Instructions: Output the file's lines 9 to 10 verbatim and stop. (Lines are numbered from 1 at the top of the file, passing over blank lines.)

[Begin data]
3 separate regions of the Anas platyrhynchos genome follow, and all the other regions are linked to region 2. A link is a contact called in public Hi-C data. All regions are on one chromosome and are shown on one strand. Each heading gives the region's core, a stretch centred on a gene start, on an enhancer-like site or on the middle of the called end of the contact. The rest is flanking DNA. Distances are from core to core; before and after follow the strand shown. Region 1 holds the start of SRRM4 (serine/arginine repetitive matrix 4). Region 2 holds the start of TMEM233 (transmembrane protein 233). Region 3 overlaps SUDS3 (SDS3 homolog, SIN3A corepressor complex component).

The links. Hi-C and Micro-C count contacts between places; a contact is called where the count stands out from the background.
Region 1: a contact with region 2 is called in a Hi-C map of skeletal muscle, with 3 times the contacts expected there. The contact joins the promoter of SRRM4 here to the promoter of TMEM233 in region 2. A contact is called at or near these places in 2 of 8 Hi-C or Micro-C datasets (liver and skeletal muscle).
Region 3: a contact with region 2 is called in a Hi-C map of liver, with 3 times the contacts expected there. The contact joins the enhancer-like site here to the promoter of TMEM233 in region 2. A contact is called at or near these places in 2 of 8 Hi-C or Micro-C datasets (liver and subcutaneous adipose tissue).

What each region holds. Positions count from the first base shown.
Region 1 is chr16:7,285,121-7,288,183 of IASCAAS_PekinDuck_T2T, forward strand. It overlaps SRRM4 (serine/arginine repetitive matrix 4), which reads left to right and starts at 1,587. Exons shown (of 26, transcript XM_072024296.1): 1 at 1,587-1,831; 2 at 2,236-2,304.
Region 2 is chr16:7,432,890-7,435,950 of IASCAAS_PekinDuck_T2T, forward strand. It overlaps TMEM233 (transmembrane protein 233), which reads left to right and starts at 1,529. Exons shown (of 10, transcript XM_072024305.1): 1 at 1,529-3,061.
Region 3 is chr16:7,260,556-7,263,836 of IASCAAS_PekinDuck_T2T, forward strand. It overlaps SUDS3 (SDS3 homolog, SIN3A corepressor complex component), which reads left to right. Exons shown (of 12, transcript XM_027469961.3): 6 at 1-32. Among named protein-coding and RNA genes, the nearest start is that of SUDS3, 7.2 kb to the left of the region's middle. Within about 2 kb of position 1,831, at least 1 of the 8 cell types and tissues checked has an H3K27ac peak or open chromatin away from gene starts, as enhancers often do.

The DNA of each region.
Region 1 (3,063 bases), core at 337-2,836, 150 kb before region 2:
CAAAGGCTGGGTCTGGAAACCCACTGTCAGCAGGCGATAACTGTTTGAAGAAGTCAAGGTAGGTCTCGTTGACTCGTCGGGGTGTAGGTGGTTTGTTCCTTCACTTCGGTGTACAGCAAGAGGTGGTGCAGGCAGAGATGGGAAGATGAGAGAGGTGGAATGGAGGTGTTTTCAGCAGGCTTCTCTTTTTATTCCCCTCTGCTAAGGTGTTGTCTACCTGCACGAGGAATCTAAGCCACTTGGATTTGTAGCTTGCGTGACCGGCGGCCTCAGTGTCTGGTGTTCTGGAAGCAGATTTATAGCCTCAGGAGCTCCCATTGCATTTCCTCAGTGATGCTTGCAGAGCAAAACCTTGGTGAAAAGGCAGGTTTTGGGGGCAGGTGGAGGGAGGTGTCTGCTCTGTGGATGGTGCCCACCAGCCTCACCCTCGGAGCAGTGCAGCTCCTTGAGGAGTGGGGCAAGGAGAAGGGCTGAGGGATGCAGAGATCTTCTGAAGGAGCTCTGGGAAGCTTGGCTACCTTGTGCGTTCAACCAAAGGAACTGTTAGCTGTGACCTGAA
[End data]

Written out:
The DNA of each region.
Region 1 (3,063 bases), core at 337-2,836, 150 kb before region 2: